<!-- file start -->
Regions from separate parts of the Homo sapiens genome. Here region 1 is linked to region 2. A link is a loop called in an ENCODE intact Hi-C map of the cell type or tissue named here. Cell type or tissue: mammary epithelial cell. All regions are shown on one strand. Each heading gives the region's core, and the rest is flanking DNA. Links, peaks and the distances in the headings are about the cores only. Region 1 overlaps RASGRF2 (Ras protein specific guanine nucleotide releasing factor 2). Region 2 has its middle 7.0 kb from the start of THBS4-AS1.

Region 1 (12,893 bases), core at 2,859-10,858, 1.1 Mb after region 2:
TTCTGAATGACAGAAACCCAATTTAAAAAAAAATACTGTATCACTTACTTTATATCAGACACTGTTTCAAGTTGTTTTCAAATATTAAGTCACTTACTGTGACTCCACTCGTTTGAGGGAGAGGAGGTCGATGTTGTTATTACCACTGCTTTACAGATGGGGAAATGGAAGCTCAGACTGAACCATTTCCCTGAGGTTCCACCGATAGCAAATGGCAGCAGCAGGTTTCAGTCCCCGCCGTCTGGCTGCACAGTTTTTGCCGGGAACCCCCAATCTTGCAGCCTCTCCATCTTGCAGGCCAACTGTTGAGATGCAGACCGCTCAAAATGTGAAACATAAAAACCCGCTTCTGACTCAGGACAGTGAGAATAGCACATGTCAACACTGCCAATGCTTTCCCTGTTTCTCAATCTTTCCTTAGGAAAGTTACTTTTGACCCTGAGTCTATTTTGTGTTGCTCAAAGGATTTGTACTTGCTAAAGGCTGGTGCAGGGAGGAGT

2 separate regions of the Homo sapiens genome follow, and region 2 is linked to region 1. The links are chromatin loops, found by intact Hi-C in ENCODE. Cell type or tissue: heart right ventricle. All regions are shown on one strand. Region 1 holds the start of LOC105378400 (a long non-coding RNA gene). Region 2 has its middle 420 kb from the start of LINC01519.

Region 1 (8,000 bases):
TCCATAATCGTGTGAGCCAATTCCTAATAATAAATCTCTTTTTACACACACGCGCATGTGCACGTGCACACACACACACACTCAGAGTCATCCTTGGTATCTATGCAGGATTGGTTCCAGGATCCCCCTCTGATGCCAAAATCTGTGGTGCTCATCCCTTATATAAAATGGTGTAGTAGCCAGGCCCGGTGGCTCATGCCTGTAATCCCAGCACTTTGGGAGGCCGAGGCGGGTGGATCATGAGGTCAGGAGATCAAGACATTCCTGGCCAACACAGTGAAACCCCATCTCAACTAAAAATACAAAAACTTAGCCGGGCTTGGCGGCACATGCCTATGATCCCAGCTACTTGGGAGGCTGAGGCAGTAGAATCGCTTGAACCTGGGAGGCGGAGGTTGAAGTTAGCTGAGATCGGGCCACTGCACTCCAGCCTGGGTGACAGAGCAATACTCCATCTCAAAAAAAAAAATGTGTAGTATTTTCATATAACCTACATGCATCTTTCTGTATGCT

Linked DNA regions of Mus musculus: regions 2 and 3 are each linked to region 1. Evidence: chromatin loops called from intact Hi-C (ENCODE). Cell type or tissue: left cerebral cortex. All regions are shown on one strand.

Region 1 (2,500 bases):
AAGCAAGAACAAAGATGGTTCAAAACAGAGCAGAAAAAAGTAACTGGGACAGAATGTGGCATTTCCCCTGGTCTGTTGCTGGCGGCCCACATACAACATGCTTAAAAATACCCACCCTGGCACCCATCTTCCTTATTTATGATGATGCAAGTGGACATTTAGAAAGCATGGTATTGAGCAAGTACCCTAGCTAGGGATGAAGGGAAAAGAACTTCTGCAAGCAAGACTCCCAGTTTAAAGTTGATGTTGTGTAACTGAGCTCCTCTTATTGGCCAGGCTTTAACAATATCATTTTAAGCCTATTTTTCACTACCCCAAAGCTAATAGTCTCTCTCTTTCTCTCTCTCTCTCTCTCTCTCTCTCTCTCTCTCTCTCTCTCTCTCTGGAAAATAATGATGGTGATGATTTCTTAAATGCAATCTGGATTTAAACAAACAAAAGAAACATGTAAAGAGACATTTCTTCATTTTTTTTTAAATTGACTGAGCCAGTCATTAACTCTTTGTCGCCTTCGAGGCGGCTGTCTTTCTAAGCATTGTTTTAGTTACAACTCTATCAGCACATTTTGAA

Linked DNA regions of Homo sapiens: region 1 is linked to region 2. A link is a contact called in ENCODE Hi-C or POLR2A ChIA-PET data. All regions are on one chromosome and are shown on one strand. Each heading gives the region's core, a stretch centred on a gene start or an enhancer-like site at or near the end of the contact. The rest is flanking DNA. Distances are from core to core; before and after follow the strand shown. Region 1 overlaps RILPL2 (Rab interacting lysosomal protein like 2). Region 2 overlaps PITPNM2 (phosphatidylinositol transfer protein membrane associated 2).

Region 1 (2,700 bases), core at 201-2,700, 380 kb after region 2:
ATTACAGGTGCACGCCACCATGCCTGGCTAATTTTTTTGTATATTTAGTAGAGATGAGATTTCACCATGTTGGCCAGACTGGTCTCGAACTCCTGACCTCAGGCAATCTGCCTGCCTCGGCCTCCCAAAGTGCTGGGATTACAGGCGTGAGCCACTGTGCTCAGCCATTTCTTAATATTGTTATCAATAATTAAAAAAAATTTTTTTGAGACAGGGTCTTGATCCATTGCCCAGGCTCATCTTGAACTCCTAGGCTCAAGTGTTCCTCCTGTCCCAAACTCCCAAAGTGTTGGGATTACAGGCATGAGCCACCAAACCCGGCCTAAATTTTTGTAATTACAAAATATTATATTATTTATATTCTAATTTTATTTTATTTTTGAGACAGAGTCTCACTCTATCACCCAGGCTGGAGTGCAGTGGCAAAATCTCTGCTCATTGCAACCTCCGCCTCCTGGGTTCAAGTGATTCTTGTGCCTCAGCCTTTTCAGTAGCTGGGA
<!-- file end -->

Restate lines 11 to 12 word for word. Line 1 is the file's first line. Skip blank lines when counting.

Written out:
Region 1 (2,700 bases), core at 201-2,700, 380 kb after region 2:
ATTACAGGTGCACGCCACCATGCCTGGCTAATTTTTTTGTATATTTAGTAGAGATGAGATTTCACCATGTTGGCCAGACTGGTCTCGAACTCCTGACCTCAGGCAATCTGCCTGCCTCGGCCTCCCAAAGTGCTGGGATTACAGGCGTGAGCCACTGTGCTCAGCCATTTCTTAATATTGTTATCAATAATTAAAAAAAATTTTTTTGAGACAGGGTCTTGATCCATTGCCCAGGCTCATCTTGAACTCCTAGGCTCAAGTGTTCCTCCTGTCCCAAACTCCCAAAGTGTTGGGATTACAGGCATGAGCCACCAAACCCGGCCTAAATTTTTGTAATTACAAAATATTATATTATTTATATTCTAATTTTATTTTATTTTTGAGACAGAGTCTCACTCTATCACCCAGGCTGGAGTGCAGTGGCAAAATCTCTGCTCATTGCAACCTCCGCCTCCTGGGTTCAAGTGATTCTTGTGCCTCAGCCTTTTCAGTAGCTGGGA